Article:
Mereological nihilism (henceforth just "nihilism") is the thesis that composition never occurs. Nihilism has often been defended on the basis of its theoretical simplicity, including its ontological simplicity and its ideological simplicity (roughly, nihilism's ability to do without primitive mereological predicates). In this paper I defend nihilism on the basis of the theoretical unification conferred by nihilism, which is, roughly, nihilism's capacity to allow us to take fewer phenomena as brute and inexplicable. This represents a respect in which nihilism enjoys (...)
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  40. The Nature of Doubt and a New Puzzle About Belief, Doubt, and Confidence.Andrew Moon - 2018 - Synthese 195 (4):1827-1848.
    In this paper, I present and defend a novel account of doubt. In Part 1, I make some preliminary observations about the nature of doubt. In Part 2, I introduce a new puzzle about the relationship between three psychological states: doubt, belief, and confidence. I present this puzzle because my account of doubt emerges as a possible solution to it. Lastly, in Part 3, I elaborate on and defend my account of doubt. Roughly, one has doubt if and only if (...)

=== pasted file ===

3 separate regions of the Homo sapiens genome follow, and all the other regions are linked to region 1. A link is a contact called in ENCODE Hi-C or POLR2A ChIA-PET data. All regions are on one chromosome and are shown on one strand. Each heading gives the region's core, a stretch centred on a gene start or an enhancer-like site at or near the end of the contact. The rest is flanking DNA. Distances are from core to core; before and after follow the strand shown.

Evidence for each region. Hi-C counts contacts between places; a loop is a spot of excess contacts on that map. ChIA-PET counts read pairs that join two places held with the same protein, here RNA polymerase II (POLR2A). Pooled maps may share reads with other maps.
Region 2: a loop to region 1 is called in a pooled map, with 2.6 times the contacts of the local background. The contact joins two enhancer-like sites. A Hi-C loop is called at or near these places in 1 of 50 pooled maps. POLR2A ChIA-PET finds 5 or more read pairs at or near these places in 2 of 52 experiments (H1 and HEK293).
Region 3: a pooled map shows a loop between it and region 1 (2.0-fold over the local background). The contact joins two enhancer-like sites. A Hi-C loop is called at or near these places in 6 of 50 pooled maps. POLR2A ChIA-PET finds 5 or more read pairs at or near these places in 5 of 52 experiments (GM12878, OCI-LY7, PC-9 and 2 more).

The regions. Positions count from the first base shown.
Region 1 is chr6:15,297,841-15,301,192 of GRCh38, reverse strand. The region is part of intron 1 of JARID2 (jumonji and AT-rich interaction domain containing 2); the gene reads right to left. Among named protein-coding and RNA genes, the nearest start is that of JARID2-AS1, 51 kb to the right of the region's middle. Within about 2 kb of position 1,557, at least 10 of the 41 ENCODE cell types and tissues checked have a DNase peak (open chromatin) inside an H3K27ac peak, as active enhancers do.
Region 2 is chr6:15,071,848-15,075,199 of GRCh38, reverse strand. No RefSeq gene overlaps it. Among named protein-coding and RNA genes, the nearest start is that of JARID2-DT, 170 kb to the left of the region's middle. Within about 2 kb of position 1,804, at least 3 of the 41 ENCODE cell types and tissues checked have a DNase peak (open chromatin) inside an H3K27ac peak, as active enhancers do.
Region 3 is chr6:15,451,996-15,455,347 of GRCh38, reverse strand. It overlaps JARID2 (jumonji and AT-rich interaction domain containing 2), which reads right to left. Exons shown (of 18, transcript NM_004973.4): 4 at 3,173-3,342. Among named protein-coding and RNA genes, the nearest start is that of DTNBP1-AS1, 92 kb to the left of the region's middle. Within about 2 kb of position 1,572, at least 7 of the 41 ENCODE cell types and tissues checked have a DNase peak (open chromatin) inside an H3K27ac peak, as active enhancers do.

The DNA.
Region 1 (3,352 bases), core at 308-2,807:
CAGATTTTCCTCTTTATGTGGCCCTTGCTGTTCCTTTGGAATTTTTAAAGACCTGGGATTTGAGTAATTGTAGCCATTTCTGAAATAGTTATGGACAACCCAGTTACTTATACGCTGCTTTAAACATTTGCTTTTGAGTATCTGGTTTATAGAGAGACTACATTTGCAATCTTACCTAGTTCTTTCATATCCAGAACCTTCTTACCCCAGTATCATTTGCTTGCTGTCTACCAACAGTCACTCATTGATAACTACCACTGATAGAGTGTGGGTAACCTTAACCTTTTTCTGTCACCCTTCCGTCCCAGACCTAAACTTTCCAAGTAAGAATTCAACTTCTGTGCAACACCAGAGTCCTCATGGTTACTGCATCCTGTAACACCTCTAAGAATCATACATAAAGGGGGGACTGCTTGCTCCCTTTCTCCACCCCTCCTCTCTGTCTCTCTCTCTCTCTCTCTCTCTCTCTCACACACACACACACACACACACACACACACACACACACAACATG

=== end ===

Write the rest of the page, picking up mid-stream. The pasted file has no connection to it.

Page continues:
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  41. Does Sentience Come in Degrees?Andrew Y. Lee - 2020 - Animal Sentience 29 (20).
    I discuss whether "sentience" (i.e., phenomenal consciousness) comes in degrees.
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  42. Simplicity as a Criterion of Theory Choice in Metaphysics.Andrew Brenner - 2017 - Philosophical Studies 174 (11):2687-2707.
    Metaphysicians frequently appeal to the idea that theoretical simplicity is truth conducive in metaphysics, in the sense that, all other things being equal, simpler metaphysical theories are more likely to be true. In this paper I defend the notion that theoretical simplicity is truth conducive in metaphysics, against several recent objections. I do not give any direct arguments for the thesis that simplicity is truth conducive in metaphysics, since I am aware of no such arguments. I do argue, however, that (...)